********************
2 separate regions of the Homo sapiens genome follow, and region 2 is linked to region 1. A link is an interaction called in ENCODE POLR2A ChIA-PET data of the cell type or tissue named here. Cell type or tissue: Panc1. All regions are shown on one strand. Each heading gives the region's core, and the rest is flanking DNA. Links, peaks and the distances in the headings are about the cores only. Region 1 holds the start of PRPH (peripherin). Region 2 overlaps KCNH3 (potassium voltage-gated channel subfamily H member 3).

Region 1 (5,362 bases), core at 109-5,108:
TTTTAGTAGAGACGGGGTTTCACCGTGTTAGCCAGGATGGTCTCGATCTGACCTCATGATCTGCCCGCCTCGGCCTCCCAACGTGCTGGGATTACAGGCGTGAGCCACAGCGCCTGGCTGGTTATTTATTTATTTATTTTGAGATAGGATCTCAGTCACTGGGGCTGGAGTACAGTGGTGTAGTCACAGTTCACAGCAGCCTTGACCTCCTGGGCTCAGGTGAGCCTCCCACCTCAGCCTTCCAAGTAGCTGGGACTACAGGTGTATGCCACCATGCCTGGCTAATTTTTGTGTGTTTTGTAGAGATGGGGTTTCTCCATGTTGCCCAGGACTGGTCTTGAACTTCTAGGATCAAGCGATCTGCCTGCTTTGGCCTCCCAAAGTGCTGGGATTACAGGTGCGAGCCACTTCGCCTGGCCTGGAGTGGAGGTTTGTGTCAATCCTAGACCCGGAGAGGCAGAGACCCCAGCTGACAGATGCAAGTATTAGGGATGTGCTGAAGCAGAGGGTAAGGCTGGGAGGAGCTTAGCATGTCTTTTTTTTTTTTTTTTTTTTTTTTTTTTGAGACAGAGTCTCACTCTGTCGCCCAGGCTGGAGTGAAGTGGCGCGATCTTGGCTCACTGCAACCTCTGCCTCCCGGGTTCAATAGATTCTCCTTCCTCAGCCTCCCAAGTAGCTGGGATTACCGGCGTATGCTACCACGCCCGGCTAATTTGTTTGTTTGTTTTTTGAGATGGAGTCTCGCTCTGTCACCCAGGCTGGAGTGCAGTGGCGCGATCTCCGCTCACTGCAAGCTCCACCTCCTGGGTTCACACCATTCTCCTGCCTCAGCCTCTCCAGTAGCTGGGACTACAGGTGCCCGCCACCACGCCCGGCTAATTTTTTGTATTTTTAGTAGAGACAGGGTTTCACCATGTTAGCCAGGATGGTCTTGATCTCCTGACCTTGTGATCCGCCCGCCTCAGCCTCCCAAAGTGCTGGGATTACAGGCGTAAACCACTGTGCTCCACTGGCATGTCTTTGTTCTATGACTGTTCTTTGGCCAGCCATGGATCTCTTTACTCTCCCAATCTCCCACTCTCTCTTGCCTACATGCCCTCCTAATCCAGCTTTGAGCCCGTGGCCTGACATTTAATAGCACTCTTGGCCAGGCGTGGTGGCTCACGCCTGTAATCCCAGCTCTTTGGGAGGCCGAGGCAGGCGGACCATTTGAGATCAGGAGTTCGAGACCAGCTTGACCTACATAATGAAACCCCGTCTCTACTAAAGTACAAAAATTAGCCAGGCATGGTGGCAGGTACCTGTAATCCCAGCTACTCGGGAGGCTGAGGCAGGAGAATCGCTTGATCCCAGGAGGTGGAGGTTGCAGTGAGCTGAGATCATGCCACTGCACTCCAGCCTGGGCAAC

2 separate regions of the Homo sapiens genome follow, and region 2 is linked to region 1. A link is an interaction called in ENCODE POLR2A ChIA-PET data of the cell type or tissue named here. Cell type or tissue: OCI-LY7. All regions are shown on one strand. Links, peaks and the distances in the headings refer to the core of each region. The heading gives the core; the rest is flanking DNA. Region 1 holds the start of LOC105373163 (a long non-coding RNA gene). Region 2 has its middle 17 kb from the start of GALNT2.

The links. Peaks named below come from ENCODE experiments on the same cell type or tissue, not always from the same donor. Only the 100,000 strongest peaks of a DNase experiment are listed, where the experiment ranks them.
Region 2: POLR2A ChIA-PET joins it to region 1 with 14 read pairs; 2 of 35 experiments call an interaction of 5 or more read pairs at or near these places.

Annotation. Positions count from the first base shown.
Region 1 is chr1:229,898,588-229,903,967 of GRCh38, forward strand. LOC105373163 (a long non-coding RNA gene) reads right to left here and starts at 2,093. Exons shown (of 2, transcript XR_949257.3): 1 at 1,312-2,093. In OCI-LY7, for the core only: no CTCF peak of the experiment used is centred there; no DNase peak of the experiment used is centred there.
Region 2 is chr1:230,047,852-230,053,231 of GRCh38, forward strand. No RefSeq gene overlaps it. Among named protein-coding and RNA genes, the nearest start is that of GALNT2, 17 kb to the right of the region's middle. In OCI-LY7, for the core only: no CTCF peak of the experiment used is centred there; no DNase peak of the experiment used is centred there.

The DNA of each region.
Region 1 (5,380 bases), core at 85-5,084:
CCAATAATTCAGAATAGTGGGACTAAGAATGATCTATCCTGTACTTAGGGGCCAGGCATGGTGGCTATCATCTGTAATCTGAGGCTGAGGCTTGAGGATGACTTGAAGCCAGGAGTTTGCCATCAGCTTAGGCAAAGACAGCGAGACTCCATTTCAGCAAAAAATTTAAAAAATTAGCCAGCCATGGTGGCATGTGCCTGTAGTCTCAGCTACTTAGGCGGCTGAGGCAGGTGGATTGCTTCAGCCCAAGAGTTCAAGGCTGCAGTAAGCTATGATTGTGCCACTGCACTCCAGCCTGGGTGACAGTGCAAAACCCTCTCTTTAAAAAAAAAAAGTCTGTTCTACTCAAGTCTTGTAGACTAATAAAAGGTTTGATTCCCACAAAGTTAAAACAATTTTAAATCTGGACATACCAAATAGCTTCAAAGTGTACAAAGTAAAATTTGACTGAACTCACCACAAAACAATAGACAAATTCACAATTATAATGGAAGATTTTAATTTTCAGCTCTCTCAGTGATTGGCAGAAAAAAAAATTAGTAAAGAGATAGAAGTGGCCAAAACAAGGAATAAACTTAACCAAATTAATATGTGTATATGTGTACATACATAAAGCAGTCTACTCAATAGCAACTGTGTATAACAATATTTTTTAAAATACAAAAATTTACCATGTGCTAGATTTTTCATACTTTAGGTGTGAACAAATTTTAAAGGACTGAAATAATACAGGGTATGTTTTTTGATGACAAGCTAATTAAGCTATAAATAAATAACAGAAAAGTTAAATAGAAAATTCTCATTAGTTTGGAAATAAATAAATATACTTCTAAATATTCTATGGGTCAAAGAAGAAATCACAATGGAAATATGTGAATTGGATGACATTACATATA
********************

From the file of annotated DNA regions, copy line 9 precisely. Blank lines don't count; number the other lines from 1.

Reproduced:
Region 2 is chr1:230,047,852-230,053,231 of GRCh38, forward strand. No RefSeq gene overlaps it. Among named protein-coding and RNA genes, the nearest start is that of GALNT2, 17 kb to the right of the region's middle. In OCI-LY7, for the core only: no CTCF peak of the experiment used is centred there; no DNase peak of the experiment used is centred there.